In 2019, with support from the EPA and as part of its work as programme managers of Stop Food Waste, the Clean Technology Centre set up the Food Waste Charter for Ireland and organised the Forum on Food Waste.
The Food Waste Charter is a public commitment by companies and organisations in Ireland to fundamentally change how they think and respond to food waste. The signatories are pledging to take positive actions – through measuring, reducing, and reporting their food waste. For the first three years, companies are asked to commit to the monitoring and tracking of their food waste and report on progress and achievements.
The food services sector in Ireland generates over 250,000 tonnes of food waste each year, with as much as 75% of this being food that could have been eaten. The purchasing costs alone of this wasted food is estimated at over €300 million for the Irish food service sector. Additionally, food waste in business results in considerable cost in terms of resource-use and business overheads.
The Charter is a four step process:
- Pledge your commitment to working together to reduce food waste
- Measure quantity of food waste and associated cost within the business’s current operations
- Identify appropriate interventions and implement one food waste reduction initiative over next 12 months
- Report Individually on progress and achievements
Several resources developed by CTC are made freely available to companies to help them commit to the charter, including factsheets on food waste, water conservation, energy conservation and waste management; a case study and a food waste recording sheet and food waste recording spreadsheet are also made available.
The Third National Forum on Food Waste took place in Radisson Blu St Helen’s Hotel Dublin on 10 July 2019 organised by the Clean Technology Centre.
The Forum brought together business and policy leaders from across the food supply chain. The theme of the event was Measuring What Matters, emphasising the importance of using data to direct effective actions. Ireland generates over 1m tonnes of food waste annually and will need to take a new perspective on the value of food as the country works towards meeting our EU and sustainable development commitments to halve food waste by 2030.
Sarah Broderick of the CTC presented new EPA-funded research, carried out by the Clean Technology Centre, indicating that 250,000 tonnes of food waste are generated annually by commercial food businesses such as restaurants, shops and workplace canteens. The research investigated the volumes, types and associated cost of food waste arisings in these businesses. It found that much of this waste is avoidable and estimates the value of food waste for the Irish hospitality sector alone at over €300M.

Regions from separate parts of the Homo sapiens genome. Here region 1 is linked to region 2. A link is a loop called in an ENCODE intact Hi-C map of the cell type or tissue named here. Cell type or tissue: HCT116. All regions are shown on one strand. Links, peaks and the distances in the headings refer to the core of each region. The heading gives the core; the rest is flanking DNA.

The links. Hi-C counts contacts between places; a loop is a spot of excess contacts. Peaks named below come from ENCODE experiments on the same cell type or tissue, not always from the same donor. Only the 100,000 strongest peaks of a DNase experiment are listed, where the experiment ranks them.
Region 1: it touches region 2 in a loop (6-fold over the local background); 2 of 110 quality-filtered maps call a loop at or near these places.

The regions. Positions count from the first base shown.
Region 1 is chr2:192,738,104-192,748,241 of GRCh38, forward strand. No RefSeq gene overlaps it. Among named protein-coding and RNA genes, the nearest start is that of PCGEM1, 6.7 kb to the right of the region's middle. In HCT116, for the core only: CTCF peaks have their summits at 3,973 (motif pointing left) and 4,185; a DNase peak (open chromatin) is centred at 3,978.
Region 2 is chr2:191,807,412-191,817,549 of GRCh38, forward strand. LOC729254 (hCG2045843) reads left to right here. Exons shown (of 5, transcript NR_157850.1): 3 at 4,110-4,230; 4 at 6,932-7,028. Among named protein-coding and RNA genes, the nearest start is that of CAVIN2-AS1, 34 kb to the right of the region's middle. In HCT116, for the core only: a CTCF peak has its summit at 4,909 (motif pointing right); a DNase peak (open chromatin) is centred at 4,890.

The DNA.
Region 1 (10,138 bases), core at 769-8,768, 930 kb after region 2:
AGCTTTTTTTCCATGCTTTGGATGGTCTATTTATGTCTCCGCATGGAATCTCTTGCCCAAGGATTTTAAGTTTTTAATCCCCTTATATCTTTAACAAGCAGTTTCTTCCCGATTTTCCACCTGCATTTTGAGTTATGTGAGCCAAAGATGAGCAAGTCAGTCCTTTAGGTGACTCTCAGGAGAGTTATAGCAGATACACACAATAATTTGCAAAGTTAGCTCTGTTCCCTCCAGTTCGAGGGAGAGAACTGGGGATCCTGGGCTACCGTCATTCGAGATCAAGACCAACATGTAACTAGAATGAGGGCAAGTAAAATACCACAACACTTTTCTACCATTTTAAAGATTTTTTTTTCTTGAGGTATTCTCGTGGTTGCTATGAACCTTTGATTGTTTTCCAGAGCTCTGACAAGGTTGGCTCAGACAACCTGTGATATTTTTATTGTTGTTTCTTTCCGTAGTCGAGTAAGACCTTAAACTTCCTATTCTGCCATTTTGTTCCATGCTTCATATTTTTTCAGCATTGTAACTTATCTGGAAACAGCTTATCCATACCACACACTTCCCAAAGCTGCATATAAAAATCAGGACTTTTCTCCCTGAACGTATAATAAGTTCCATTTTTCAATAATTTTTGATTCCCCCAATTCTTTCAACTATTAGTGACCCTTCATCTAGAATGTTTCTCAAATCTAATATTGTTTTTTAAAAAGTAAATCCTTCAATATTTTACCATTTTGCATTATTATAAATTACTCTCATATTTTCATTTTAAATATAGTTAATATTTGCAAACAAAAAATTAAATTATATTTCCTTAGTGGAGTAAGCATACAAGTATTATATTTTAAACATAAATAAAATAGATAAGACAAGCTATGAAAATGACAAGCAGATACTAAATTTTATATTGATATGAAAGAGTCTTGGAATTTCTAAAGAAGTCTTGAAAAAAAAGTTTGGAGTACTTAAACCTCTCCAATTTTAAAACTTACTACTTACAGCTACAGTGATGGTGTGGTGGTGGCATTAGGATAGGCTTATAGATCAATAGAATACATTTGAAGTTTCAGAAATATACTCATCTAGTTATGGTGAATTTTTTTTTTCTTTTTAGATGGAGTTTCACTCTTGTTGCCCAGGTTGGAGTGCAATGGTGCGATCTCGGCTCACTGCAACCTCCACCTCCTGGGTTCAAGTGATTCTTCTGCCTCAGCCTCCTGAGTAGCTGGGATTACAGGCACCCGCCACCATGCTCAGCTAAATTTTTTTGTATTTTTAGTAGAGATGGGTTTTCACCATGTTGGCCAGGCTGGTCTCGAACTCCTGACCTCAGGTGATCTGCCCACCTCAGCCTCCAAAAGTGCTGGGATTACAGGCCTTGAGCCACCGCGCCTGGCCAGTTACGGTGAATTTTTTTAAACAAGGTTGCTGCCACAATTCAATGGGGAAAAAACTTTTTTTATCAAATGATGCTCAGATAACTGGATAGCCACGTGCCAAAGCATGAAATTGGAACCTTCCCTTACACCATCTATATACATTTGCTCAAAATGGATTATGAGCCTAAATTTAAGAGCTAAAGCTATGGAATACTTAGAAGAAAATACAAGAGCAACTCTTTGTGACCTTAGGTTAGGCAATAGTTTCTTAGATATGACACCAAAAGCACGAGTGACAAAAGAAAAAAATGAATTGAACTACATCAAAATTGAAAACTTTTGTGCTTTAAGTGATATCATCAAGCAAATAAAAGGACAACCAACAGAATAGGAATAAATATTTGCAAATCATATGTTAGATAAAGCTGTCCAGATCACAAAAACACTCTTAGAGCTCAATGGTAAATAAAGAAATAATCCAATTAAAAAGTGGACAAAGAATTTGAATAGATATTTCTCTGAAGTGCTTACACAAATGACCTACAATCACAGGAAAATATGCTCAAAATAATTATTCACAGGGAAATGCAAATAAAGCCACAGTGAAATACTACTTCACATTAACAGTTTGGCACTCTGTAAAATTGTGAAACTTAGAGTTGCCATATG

During his opening address, Richard Bruton, TD, Minister of Communications, Climate Action & Environment said:
“Over 1 million tonnes of food are wasted every year in Ireland. About 70 per cent of this comes from industry costing Irish business over €2 billion annually. As part of the Climate Action Plan, we have committed to halving food waste by 2030. Delivering on this ambition will require a collaborative effort from government, enterprise, the EPA and pioneers such as Food Cloud who are leading the change in this area. I urge all businesses here today to make a start and sign up to the Food Waste Charter and to use the resources available to drive down their food waste.”
Speaking at the event, Laura Burke, Director General, EPA said,
“It takes a lot of resources to put food on our tables. Growing, processing and transporting food all use large amounts of energy and materials. When food is wasted, these resources are wasted too – which impacts on climate change, our local environment and business costs. To meet this environmental and financial challenge, food businesses need to start measuring the food being discarded, and then take action to reduce avoidable wastage.”
Other presentations at the event were given by the EPA, Zero Waste Scotland, Foodcloud and on an Italian LIFE Environment project called LIFE-Food.Waste.StandUp.